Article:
Department of Computer Science
The University of Western Ontario
London, Canada

CS 2125 g -- Introduction to Medical Computing
Course Outline -- Winter 2015

Course Description

Today, computers figure in every aspect of medicine, either as part of the supporting infrastructure or as an essential part of prevention, diagnosis and treatment. This course is for students who wish to better understand how computers fill these roles and what are their potentials and limitations. Students are introduced to computing fundamentals as they relate to medical computing, following which a series of topics is covered. These include a selection from: health information technology systems and standards, data representation and privacy issues in medical databases, embedded software in medical instruments, computer-aided modelling, simulation and analysis in various medical domains, medical imaging, the use of computers in diagnosis including computer vision and expert systems, computer aided procedures and telemedicine.





CS 2124 a/b


Name: Stephen Watt
Office:MC 375
Office Hours:
Monday Kemi Ola (TA) 3:00-4:00 (MC 27a)
Tuesday Stephen Watt 11:35-12:20(MC 375)
Wednesday Kemi Ola (TA) 3:00-4:00 (MC 27a)
Thursday Stephen Watt 10:35-11:20(MC 375)
Friday Jon Demelo (TA) 11:30-1:30 (MC 240) Knock on the north door, close to the stairwell.
Other times by appointment.
Phone: 519-661-4244

Course Materials

Readings: Readings will be assigned during the course.

Course Website

Course Topics

Topics covered in the course include:

Class Schedule


Tuesdays 9:30-11:30, Thursdays 9:30-10:30 in TC 141.

TA Consulting Hours

Consulting hours will be posted on the course web site.

Computing Facilities

Each student will be given an account on the Computer Science Department undergraduate computing facility. In accepting the account, a student agrees to abide by the department's Rules of Ethical Conduct.

Student Evaluation

To be eligible to obtain a passing mark in the course, the weighted average of the midterm and final exam marks must be at least 50 % and the weighted average of the assignment marks must be at least 45 %.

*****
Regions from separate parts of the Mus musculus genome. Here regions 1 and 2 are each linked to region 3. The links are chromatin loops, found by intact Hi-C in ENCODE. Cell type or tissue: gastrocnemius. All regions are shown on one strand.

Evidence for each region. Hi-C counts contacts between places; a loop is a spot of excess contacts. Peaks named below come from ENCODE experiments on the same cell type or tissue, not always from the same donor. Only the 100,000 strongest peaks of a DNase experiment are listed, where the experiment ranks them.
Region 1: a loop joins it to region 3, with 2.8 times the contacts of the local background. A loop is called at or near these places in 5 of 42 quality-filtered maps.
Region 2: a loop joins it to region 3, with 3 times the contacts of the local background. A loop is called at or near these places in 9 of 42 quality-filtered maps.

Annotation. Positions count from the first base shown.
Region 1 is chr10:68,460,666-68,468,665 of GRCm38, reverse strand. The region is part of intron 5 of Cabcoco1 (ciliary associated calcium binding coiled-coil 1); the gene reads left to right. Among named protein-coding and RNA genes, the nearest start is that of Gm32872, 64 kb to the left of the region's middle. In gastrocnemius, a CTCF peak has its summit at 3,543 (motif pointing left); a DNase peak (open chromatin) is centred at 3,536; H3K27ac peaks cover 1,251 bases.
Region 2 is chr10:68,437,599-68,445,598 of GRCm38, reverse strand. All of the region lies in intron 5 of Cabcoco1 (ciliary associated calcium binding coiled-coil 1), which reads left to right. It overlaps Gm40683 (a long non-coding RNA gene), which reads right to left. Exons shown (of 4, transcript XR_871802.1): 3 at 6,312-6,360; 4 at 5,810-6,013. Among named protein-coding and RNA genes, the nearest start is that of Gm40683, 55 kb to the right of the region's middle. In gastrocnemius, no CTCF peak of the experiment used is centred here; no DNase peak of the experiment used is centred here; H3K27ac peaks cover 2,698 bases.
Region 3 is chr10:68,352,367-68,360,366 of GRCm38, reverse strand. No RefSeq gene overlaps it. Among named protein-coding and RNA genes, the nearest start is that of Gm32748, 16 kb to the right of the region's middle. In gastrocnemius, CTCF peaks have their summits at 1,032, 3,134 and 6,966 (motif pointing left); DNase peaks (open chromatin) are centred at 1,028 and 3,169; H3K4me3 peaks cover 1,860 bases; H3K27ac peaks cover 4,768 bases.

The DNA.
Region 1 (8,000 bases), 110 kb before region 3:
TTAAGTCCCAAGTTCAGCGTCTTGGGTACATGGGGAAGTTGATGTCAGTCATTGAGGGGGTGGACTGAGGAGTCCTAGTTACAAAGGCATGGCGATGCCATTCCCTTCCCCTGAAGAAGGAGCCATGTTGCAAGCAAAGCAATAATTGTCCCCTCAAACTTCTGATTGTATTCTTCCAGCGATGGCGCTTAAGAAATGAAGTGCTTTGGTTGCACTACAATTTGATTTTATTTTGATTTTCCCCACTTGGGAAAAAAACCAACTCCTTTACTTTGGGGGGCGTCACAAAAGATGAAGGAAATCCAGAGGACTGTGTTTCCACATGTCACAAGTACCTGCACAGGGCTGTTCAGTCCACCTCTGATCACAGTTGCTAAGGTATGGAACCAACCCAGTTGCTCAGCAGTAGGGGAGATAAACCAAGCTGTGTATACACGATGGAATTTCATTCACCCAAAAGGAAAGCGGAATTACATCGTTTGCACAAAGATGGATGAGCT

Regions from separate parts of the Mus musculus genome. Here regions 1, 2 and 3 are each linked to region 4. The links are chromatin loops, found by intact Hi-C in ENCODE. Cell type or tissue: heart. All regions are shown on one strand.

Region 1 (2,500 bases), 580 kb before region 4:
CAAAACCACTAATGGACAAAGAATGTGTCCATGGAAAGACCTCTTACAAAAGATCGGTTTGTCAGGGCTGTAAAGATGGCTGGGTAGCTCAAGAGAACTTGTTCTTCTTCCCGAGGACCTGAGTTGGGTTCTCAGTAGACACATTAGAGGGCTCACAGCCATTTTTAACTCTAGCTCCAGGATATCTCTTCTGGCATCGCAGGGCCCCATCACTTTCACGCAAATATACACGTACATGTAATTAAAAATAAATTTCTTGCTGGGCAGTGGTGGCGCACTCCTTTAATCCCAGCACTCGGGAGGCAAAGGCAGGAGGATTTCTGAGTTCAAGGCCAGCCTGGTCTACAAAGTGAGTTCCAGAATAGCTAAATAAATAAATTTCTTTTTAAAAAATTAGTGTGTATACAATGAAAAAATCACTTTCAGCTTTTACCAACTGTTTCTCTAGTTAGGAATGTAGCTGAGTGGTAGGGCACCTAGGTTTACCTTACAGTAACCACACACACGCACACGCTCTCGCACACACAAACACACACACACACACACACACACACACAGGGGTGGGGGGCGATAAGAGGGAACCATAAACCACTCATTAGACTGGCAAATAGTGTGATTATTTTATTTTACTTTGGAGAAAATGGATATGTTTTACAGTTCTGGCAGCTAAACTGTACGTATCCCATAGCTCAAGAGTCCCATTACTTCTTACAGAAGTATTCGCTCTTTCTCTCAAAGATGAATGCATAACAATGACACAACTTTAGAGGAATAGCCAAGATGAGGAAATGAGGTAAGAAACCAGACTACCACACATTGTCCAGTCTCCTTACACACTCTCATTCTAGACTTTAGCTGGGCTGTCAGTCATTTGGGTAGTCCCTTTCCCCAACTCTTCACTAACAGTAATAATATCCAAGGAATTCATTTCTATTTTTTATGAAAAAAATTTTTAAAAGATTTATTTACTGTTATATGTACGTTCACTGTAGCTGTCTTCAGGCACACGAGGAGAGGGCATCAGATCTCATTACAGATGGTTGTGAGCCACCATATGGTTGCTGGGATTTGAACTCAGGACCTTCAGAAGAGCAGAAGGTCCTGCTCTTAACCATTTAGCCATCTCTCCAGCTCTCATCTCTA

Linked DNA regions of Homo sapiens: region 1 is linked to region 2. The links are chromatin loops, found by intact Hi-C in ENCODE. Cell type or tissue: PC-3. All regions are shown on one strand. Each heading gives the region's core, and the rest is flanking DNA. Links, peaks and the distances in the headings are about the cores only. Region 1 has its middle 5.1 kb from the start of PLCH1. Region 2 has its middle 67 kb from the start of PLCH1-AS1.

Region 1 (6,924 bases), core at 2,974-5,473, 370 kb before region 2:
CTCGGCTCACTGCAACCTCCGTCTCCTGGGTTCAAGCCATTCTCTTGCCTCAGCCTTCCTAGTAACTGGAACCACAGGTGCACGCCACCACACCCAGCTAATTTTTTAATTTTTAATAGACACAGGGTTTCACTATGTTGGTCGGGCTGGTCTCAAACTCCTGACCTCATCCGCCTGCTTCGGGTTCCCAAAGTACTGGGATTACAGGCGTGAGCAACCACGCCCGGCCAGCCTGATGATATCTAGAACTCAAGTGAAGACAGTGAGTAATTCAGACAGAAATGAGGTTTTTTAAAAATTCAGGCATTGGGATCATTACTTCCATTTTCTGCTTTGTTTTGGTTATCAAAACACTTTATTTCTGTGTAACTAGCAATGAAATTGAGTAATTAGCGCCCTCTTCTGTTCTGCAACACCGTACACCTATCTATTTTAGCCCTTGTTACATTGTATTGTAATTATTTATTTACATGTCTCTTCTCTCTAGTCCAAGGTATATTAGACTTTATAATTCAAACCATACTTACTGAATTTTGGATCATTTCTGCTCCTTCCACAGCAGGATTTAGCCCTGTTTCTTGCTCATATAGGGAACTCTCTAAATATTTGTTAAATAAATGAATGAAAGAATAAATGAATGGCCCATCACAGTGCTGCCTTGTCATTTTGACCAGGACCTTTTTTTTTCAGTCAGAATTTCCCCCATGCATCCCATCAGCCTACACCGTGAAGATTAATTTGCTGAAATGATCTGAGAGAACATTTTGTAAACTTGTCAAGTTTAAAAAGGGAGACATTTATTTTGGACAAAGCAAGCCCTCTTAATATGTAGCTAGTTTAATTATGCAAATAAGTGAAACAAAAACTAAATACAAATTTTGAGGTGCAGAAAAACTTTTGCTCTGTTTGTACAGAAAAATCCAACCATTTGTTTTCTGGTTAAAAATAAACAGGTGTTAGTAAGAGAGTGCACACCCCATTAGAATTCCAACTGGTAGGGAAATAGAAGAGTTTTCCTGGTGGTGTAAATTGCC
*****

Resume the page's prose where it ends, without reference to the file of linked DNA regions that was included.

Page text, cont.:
To be eligible to achieve a final mark of 60% or higher in the course (i.e. to be eligible for Honours Programs), the final exam mark must be at least 50% and the weighted average of the assignment marks must be at least 50 %.

If for any reason an assignment is cancelled for the class, then the grades for the remaining assignments will be re-weighted so they still give 30% of the final grade.

The tentative date for the Midterm Exam is 24 February 2015, in class. No electronic devices will be allowed in the Midterm Exam. Students are allowed to bring one single-sided letter-size original hand-written page of notes.

The Final Exam will be as scheduled by the registrar's office during the April exam period. No electronic devices will be allowed in the Final Exam. Students are allowed to bring one single-sided letter-size original hand-written page of notes.

Computer-marked multiple-choice tests and/or exams may be subject to submission for similarity review by software that will check for unusual coincidences in answer patterns that may indicate cheating.

There will be no makeup Midterm Exam, except for students requesting a Special Midterm Exam for religious reasons. These students must have notified the course instructor and filed documentation with their Dean's office at least 2 weeks prior to the Midterm Exam. If you miss the Midterm Exam for any other valid reason, follow the procedure for Academic Accommodation for Medical Illness as given below. If accommodation is approved by your Dean's office, your Final Exam mark will be re-weighted to include the weight of the Midterm Exam.